Partners, Vendors and Competitors
Partners, Vendors and Competitors are all three entity record types in NetSuite, and they can be used to help you manage your business. We’ll take a look at each of them in this video. I think it’s pretty easy to understand what these are and what they are used for.
Partners can be found under Lists, Relationships and Partners. If I click on this, I get a list of partners I currently have in the system. I can create a new one by clicking on New Partner, or I can edit an existing one by clicking on Edit in the corresponding line. These records are similar to most other entity records. We can enter various information up here in the header section, and enter information into the subtabs. We can attach contacts to partners, just like we can with other records. Partners are special because of the role they play in the system. Generally, partners are those entities that bring business to you, but do not work directly for you like sales reps do. Partners can be assigned commission schedules, and we looked briefly at this in the last chapter. You can view how much business a partner has brought in through various reports.
Partners can also be granted access to NetSuite, through the partner center. In this way, you can give them access to the system, and have them bring customers directly to you, while not having to expend too much effort. Since the partner center can be customized, you can also provide them with access to resources to help them generate more business for you. If you have partners, and you are serious about having them generate revenue for you, I strongly recommend investing some time in getting them and the partner center setup. The things you can do with them are pretty remarkable, and most of it comes built in and is easy to setup.
Vendors are companies that you purchase something from. This can be merchandise that you will use internally, stock and resell later, or even drop ship to customers. Vendors are located under Lists, Relationships and Vendors. Here again, we see a list of all our vendors. Just like with partners, we can create new ones, or we can edit existing ones; I’ll click to create a new one. Vendors are mostly straight forward, and there are only a few things I feel are necessary to point out. Unlike some other relationships that have to belong to one subsidiary, vendors can interact with multiple subsidiaries. There is always going to be a primary one, but you can add all of your other subs. This avoids the problem of having vendors listed multiple times just so that different subs can purchase from them. For example, maybe you buy vehicles from Ford. You can have a single Ford vendor record, yet have multiple subsidiaries interact with, and purchase from, this vendor.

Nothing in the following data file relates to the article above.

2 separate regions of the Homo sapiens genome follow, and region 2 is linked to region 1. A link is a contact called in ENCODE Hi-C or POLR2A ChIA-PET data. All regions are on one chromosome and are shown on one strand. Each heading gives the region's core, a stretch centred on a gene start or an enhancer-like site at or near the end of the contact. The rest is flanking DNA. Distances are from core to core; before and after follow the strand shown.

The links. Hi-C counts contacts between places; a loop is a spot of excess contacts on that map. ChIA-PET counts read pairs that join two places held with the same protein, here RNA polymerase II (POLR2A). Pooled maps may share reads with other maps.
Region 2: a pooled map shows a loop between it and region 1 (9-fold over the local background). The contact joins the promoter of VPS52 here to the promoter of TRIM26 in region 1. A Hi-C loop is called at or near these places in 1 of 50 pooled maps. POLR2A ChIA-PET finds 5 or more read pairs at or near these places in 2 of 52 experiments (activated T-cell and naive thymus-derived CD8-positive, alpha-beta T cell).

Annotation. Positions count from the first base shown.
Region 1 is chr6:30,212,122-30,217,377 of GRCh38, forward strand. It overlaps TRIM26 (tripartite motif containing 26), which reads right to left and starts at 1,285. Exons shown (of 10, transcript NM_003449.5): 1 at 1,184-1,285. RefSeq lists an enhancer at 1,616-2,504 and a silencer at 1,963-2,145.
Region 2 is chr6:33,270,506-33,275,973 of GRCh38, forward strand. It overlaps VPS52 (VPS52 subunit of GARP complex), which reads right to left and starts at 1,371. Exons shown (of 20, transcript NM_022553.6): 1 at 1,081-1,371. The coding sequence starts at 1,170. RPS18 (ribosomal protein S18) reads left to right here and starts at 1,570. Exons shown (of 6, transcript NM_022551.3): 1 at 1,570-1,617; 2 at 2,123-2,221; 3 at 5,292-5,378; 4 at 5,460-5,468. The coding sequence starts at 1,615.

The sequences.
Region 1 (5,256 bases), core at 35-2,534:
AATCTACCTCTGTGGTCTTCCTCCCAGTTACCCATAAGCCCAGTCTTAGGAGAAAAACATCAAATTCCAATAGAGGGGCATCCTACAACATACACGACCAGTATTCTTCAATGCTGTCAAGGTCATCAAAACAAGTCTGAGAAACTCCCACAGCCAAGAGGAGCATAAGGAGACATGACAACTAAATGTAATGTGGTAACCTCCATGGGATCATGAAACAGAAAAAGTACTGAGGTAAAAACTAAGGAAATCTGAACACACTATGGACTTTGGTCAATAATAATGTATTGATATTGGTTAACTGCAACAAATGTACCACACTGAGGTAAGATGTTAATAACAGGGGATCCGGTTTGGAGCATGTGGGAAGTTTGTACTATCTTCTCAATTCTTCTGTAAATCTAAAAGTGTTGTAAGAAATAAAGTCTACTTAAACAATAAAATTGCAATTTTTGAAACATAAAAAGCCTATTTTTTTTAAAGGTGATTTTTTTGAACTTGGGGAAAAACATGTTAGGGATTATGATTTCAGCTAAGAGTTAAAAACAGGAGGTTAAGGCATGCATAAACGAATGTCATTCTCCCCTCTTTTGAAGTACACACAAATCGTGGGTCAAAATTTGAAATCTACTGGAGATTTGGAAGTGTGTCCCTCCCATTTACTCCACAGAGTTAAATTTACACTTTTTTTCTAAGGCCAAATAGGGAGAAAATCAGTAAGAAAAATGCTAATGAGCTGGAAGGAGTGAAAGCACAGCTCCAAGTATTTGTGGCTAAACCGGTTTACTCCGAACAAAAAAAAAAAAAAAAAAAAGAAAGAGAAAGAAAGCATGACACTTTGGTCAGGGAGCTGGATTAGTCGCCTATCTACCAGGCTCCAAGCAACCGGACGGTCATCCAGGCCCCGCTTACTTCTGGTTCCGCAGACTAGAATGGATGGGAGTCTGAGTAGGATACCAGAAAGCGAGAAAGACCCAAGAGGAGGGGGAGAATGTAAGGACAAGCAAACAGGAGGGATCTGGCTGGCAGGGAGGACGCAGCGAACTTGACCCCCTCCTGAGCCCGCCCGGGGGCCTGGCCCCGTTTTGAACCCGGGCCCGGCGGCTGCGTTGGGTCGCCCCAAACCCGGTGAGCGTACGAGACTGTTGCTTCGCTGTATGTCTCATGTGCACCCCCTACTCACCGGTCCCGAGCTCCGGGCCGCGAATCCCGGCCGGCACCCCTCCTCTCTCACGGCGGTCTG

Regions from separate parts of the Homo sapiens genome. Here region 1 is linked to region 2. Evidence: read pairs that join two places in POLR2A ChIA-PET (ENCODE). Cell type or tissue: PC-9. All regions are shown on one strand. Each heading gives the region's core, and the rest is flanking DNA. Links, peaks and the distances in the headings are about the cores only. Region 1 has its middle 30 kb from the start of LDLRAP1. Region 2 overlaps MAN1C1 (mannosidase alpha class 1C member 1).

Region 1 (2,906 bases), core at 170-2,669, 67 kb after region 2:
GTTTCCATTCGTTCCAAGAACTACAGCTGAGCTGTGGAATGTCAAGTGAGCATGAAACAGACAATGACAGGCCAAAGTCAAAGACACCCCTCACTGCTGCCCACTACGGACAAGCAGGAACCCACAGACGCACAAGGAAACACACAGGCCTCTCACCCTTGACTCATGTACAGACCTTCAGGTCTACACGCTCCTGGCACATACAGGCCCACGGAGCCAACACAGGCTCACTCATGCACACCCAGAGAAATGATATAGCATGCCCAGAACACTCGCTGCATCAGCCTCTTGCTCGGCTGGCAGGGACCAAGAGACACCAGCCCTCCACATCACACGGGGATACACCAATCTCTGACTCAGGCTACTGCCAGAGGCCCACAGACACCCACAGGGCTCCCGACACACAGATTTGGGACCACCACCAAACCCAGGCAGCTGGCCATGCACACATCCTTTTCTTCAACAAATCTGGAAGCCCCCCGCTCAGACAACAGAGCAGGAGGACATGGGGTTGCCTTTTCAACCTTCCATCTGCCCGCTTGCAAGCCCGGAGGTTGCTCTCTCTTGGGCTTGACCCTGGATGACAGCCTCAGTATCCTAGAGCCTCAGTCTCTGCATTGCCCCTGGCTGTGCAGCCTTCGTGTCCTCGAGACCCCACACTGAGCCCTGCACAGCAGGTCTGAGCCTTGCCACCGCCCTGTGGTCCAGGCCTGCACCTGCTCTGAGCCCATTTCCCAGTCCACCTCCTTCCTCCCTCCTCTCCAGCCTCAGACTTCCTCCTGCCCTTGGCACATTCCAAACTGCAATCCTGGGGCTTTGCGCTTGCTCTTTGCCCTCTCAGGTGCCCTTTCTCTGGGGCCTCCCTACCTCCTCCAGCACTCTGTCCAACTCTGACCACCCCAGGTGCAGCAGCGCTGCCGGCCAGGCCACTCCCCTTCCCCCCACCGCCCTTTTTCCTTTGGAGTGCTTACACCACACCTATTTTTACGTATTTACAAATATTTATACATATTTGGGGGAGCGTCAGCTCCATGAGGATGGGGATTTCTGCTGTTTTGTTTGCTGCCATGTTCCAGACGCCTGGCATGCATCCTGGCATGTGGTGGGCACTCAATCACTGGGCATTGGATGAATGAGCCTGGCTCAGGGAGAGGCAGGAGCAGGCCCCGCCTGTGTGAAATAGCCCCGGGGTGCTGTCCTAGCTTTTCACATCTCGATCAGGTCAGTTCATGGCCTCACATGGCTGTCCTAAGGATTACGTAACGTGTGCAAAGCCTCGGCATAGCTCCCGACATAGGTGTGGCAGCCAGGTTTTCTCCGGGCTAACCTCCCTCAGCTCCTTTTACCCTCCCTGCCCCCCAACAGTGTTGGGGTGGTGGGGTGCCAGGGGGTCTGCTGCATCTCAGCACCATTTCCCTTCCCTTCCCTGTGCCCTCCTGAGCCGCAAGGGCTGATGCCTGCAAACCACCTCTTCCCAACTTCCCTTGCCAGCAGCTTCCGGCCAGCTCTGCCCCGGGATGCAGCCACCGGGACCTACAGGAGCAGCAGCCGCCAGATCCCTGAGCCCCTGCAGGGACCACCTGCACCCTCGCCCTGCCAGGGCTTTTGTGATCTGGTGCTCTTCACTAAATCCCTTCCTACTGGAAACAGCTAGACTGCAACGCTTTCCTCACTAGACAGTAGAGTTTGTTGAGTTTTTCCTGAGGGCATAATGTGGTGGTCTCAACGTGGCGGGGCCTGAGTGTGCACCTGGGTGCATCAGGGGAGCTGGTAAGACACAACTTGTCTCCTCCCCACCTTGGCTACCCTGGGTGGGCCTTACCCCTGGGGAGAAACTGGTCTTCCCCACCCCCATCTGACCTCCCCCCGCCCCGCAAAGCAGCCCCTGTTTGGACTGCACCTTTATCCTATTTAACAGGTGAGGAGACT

The rest of these tabs contain information you would probably expect to see. The only one that may seem a bit out of place is the marketing tab. Usually, most companies don’t market to their vendors, though you certainly could. Under the Financial tab, you can enter the terms and credit limit you have with the vendor, and this is later used for AP aging. Like partners you can also give vendors access to your NetSuite system, using the vendor center. This center role is similar to the partner center as well, though the functionality differs.
Competitors is kind of unique to NetSuite, or at least I have not really seen it in any other systems I have worked with. Basically, competitor records allow you to keep track of what your competition may be doing. They are found under the same Lists and Relationships menu, where these other records were found. I’ll go ahead and create a new one. This layout probably looks similar to a SWOT table, and it is used in a similar manner. We can list the primary strengths and weaknesses of our competitors, as well as what strategy we will use against them. This products and services field is usually used to list your competitor’s products, since you should already know your own.
In the ideal world, the way this works is that your sales team can view your competitors. The competitors can be attached to opportunity records, and the sales team can use this information to convince potential customers they should buy from you, as opposed to your competition. This also helps keep your sales team on the same page, so if a potential customer speaks with your organization, everyone is towing the same line. Another benefit to using the competitor record is, if you keep track of why you won a sale, you can add that information to competitor records, for the competitors that were involved. This means that next time you face the same competitor, you are more likely to triumph.
You should now have an understanding of Partners, Vendors and Competitors, as well as how they work in your system.